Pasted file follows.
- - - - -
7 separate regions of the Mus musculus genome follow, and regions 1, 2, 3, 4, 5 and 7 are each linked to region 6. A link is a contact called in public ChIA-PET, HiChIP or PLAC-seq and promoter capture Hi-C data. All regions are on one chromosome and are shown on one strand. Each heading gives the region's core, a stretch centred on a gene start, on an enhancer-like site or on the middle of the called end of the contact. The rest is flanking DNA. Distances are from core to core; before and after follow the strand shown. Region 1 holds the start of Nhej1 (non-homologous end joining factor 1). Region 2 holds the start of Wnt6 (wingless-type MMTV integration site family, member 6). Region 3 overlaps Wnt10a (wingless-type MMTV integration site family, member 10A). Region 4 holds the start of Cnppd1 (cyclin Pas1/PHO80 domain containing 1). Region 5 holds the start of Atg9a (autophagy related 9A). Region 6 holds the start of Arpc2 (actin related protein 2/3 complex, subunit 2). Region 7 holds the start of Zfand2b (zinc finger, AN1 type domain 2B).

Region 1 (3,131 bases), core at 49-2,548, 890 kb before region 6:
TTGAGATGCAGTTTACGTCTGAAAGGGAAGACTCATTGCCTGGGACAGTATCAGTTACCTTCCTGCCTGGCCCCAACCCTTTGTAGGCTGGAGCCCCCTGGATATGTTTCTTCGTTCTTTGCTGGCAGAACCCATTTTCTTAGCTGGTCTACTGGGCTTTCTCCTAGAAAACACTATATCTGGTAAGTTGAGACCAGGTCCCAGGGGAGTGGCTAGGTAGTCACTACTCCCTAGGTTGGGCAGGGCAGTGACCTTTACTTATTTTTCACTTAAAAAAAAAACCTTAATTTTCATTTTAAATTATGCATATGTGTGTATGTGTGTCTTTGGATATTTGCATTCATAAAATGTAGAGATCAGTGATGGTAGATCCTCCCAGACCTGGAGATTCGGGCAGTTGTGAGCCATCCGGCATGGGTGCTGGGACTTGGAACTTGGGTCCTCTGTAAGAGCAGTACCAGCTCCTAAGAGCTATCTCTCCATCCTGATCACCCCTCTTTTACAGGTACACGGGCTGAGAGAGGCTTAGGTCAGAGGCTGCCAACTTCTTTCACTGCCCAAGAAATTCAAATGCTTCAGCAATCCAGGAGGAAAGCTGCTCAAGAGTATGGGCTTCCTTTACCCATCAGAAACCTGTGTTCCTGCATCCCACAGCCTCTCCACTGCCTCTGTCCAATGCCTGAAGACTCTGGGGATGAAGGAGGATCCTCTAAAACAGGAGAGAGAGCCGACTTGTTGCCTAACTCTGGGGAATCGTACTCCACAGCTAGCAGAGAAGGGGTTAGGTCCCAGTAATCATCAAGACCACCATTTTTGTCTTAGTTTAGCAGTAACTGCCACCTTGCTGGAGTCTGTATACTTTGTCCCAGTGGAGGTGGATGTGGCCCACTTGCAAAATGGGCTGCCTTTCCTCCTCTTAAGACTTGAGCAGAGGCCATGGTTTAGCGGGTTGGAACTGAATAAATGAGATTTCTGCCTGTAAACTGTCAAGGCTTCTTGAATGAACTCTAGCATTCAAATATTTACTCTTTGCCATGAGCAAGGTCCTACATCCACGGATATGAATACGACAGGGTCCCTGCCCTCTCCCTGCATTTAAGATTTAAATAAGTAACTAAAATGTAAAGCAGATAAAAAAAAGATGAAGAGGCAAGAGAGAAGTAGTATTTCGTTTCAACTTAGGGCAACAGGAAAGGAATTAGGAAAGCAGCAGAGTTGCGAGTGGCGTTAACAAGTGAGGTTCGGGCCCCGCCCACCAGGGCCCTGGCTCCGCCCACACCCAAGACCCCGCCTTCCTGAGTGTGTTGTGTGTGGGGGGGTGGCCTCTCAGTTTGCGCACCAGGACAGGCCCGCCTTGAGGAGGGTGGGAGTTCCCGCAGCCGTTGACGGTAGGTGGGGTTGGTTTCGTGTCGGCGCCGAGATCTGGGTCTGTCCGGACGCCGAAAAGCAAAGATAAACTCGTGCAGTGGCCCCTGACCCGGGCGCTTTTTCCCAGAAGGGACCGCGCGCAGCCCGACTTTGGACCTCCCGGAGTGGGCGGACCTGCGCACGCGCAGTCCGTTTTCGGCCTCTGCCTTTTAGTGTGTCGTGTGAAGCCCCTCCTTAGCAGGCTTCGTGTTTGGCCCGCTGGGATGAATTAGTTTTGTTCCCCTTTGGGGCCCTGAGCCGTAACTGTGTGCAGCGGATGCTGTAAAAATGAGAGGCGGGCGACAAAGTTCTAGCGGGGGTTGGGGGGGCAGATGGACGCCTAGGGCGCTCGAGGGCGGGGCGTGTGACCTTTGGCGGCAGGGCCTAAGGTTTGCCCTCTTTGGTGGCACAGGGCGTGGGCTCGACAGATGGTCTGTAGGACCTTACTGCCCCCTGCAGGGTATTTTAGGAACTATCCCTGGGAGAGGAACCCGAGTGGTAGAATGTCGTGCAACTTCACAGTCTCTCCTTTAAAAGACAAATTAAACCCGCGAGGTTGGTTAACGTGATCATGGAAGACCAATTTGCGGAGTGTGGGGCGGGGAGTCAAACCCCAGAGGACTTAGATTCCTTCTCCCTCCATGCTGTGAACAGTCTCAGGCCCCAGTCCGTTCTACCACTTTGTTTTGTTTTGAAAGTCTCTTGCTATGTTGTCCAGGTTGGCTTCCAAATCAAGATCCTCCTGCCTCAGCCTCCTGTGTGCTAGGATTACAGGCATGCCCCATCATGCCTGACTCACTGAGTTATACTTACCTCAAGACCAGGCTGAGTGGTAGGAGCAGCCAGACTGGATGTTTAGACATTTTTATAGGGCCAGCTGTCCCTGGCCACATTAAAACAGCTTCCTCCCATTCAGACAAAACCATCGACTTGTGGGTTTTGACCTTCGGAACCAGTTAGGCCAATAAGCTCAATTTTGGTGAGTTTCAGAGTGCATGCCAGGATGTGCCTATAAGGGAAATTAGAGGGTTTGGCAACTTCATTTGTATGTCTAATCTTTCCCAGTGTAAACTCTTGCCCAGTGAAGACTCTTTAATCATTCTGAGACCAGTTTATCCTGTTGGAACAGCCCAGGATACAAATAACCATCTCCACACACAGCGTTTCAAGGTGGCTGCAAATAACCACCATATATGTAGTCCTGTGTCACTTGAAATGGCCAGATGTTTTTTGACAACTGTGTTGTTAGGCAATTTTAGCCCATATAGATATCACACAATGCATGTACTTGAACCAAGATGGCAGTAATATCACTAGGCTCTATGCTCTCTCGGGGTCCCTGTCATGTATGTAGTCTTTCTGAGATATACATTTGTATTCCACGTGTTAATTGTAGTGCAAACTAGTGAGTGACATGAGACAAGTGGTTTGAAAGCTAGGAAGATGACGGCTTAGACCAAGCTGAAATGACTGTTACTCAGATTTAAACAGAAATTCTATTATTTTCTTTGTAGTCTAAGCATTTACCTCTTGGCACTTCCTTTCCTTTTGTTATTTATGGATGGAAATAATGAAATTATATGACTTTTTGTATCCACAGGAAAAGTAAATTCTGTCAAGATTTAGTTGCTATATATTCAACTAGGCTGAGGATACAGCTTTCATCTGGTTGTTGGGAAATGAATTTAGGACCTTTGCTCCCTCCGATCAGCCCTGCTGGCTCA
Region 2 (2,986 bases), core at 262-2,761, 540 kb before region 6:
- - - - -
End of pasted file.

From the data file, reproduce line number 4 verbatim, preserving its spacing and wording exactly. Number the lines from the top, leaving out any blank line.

Region 2 (2,986 bases), core at 262-2,761, 540 kb before region 6: